18 September, 2006

Sunday School Blues

Tim and I are teaching Sunday School for the first time this Sunday. Our class, which once held 10 couples, now has 3.

The size isn't a problem for me necessarily, as I'm a firm believer in the "where two or three are gathered" form of Bible Study.

I just wonder what has turned so many people off of Sunday School.

I understand being put off from the worship service for one reason or another--either the music or the preaching is not to one's liking.

But I'm still trying to figure out what it is that turns people off of the traditional Bible study in a Sunday school setting. And I'm looking for ideas about making adult Bible Study more vibrant and applicable to the participants.

This post probably looks like one of those dreaded "trolling for comments" things. It really isn't. I know I have a lot of you who read and have opinions on How We Do Church. I'd like very much to hear your opinions on How We Do Sunday School and How We Could Do Sunday School better.


At 1:20 PM, September 18, 2006, Blogger Sarcastro said...

Football season trumps church attendance.

How many of your co-attendees have PSLs?

In January, or earlier given the Titans dismal play, your attendance should rise back to normal levels.

At 1:35 PM, September 18, 2006, Blogger Kat Coble said...

None of us have PSLs.

And the 3 total includes one couple of football fanatics.

At 2:21 PM, September 18, 2006, Blogger Sarcastro said...

Sounds like you don't have a attendance problem, you have a believer problem.

Try using video journalists and getting people off the street to send in home-made news stories for money.

That'll be $10,000, please.

At 2:36 PM, September 18, 2006, Anonymous Anonymous said...

Maybe more people are thinking outside the box and aren't basing their lives on a cryptic ancient document that tells us that God allows slavery, including selling your own daughter as a sex slave (Exodus 21:1-11), child abuse (Judges 11:29-40 and Isaiah 13:16), and bashing babies against rocks (Hosea 13:16 & Psalms 137:9).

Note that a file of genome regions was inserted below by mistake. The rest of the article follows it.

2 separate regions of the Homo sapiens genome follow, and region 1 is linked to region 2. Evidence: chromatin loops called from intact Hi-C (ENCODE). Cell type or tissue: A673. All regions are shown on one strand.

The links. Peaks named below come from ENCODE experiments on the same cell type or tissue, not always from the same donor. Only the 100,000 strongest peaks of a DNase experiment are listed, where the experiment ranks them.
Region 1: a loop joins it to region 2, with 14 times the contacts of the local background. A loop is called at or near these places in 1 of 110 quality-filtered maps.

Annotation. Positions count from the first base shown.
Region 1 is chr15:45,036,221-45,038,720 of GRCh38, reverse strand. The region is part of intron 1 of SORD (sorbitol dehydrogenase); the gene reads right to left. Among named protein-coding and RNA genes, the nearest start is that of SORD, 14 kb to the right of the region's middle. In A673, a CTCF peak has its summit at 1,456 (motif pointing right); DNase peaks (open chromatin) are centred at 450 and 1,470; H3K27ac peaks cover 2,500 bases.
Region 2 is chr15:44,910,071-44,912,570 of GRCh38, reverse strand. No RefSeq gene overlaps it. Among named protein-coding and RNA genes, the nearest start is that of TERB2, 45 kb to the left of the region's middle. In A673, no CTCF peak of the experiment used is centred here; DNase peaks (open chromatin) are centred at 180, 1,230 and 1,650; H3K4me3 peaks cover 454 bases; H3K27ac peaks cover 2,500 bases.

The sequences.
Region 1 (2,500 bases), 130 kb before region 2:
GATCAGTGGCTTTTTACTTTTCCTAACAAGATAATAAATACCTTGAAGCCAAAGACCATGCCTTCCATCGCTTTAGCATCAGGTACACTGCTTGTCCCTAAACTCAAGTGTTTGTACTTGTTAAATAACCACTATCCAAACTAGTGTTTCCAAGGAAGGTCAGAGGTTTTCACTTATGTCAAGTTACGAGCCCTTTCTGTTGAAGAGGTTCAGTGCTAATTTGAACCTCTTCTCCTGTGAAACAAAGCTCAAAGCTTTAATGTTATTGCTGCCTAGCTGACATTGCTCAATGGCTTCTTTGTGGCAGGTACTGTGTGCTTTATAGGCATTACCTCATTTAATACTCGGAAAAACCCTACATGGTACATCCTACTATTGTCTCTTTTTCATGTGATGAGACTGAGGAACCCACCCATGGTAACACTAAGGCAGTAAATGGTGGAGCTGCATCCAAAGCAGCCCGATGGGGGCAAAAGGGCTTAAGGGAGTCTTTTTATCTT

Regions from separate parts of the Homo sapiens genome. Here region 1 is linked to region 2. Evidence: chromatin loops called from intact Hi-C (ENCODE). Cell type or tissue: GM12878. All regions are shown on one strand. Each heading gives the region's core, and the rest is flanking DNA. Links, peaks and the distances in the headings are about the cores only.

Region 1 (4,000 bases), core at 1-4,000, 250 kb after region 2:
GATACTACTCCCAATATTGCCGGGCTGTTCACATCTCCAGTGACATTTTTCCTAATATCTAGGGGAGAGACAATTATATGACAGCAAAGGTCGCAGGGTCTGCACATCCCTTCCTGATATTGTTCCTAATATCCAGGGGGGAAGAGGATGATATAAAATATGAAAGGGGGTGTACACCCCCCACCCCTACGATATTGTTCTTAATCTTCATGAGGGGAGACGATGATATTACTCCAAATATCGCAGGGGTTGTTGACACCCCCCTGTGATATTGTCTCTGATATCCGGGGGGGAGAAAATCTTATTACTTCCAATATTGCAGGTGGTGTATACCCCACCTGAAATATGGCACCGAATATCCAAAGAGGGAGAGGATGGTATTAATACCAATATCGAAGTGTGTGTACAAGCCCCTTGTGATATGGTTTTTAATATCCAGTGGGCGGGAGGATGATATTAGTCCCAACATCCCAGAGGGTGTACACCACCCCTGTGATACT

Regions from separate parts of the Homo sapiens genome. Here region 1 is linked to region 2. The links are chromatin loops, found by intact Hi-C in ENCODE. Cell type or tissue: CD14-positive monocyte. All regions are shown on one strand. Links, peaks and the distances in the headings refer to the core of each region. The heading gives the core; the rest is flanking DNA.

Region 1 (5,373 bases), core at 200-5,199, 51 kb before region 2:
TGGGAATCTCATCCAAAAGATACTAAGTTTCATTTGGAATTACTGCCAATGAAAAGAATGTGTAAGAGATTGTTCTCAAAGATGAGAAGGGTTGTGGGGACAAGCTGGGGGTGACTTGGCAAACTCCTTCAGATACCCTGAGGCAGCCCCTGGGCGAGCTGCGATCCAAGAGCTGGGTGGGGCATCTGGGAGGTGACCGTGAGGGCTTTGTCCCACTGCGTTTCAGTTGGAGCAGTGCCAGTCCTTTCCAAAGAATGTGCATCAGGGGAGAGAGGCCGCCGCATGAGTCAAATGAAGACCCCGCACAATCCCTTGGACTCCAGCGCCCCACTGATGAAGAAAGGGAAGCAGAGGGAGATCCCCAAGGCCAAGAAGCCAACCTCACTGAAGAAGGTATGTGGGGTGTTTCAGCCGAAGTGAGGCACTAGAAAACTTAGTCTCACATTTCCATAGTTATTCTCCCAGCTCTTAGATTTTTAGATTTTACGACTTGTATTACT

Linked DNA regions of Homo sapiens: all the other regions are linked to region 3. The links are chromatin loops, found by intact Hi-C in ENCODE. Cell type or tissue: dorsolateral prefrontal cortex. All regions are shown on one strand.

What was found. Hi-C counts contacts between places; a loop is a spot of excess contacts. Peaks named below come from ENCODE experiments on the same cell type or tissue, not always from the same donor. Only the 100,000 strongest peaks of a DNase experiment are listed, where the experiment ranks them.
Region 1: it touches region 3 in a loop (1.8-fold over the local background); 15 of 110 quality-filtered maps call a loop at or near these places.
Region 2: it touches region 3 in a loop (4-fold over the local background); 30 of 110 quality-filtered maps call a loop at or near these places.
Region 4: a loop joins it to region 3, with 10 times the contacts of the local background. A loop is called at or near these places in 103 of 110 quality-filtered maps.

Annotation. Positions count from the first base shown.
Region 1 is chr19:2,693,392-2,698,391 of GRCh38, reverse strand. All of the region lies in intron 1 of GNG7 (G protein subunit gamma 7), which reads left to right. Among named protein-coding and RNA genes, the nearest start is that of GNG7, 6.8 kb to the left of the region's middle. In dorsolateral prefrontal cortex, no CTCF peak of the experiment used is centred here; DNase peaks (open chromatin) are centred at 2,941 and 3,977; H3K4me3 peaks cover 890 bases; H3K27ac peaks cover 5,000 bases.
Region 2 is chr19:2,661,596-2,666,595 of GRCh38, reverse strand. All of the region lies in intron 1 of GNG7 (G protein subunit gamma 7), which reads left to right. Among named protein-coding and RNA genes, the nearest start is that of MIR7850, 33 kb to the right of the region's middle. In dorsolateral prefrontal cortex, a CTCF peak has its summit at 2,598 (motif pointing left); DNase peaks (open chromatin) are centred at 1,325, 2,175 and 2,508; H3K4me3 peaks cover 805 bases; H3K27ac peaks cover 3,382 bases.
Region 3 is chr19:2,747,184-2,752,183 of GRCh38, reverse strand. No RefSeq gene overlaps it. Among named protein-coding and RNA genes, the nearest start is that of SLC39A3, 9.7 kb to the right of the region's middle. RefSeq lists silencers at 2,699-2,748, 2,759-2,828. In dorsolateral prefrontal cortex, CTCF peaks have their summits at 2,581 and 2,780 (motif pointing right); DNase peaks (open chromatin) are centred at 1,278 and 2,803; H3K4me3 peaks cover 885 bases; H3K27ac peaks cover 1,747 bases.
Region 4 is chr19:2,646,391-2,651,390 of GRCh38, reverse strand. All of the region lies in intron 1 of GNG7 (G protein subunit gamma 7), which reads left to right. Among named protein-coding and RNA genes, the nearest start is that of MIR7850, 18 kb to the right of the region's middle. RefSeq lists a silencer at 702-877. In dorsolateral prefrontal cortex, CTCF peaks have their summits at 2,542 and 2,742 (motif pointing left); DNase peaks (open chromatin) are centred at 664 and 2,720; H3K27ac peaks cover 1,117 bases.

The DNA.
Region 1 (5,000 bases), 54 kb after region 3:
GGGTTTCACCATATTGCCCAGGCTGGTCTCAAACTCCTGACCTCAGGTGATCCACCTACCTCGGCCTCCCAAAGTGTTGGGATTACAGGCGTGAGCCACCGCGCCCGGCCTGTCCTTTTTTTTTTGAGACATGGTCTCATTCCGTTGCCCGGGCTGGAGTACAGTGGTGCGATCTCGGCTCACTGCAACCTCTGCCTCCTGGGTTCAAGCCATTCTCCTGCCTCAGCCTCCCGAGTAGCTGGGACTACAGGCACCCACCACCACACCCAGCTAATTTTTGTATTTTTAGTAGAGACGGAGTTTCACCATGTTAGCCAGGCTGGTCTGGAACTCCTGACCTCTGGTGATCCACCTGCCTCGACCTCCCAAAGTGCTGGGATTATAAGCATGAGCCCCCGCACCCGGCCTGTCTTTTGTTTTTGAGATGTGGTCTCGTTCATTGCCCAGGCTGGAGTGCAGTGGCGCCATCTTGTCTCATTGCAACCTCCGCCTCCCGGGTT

It always amazes me how many times this God orders the killing of innocent people even after the Ten Commandments said “Thou shall not kill”. For example, God kills 70,000 innocent people because David ordered a census of the people (1 Chronicles 21). God also orders the destruction of 60 cities so that the Israelites can live there. He orders the killing of all the men, women, and children of each city, and the looting of all of value (Deuteronomy 3). He orders another attack and the killing of “all the living creatures of the city: men and women, young, and old, as well as oxen sheep, and asses” (Joshua 6). In Judges 21, He orders the murder of all the people of Jabesh-gilead, except for the virgin girls who were taken to be forcibly raped and married. When they wanted more virgins, God told them to hide alongside the road and when they saw a girl they liked, kidnap her and forcibly rape her and make her your wife! Just about every other page in the Old Testament has God killing somebody! In 2 Kings 10:18-27, God orders the murder of all the worshipers of a different god in their very own church! In total God kills 371,186 people directly and orders another 1,862,265 people murdered. Nice, kind of like Iraq?

This type of criminal behavior should shock any moral person. Murder, rape, pillage, plunder, slavery, and child abuse can not be justified by saying that some god says it’s OK.

Did you review these verses on Sunday?

At 2:54 PM, September 18, 2006, Blogger Kat Coble said...

Well, I guess you can stand in judgment of God and His works just fine when you do so under the cloak of anonymity.